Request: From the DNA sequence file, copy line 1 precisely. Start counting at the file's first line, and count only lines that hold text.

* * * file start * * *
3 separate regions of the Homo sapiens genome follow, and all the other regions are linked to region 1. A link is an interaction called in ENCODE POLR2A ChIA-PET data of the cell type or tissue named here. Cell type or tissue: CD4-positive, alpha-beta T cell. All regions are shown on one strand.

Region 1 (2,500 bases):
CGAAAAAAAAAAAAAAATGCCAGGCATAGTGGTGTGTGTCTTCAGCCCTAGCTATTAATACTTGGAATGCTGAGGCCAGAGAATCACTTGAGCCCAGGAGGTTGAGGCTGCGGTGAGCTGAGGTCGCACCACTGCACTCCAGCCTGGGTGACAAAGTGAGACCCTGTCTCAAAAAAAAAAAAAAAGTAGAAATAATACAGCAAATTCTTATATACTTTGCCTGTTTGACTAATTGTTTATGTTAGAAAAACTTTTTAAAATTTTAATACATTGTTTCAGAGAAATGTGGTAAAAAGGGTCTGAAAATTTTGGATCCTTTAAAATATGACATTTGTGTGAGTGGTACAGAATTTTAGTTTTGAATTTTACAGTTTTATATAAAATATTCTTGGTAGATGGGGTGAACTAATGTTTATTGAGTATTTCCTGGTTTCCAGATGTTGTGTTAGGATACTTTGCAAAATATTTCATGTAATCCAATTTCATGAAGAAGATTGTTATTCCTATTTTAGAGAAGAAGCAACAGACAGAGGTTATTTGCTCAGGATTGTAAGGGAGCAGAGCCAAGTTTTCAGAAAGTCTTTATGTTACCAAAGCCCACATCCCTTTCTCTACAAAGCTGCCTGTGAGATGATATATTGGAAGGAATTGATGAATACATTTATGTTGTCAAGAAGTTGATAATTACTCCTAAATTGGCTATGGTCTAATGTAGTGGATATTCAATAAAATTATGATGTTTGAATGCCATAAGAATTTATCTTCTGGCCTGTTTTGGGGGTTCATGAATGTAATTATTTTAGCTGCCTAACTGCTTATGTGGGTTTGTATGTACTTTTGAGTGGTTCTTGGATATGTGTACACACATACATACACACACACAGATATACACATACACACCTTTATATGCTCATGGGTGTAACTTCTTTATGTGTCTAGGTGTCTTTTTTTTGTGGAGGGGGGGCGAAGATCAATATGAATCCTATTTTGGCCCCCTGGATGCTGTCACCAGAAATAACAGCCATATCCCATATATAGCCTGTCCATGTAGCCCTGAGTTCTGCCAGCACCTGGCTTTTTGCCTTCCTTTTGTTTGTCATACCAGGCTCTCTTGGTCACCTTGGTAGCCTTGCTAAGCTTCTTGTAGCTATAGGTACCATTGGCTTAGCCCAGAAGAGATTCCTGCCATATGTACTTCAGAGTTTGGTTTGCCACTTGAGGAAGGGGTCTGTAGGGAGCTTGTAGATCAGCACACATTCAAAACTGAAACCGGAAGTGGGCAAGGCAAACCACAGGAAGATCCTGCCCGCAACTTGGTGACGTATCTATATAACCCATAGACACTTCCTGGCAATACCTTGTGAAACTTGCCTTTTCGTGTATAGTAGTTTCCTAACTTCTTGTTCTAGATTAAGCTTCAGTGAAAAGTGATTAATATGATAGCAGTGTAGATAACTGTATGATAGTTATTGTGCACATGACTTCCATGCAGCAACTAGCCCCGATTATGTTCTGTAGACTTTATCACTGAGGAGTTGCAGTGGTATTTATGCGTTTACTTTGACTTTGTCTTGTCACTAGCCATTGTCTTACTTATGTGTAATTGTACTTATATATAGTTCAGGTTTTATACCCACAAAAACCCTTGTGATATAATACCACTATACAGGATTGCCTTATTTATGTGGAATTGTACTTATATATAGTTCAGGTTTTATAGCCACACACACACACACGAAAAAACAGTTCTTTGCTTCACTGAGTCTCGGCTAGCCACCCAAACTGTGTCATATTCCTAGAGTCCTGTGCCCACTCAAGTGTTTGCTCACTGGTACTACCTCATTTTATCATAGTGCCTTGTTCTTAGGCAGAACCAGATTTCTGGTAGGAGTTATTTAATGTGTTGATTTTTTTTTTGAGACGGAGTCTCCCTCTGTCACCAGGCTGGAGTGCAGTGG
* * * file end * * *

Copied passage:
3 separate regions of the Homo sapiens genome follow, and all the other regions are linked to region 1. A link is an interaction called in ENCODE POLR2A ChIA-PET data of the cell type or tissue named here. Cell type or tissue: CD4-positive, alpha-beta T cell. All regions are shown on one strand.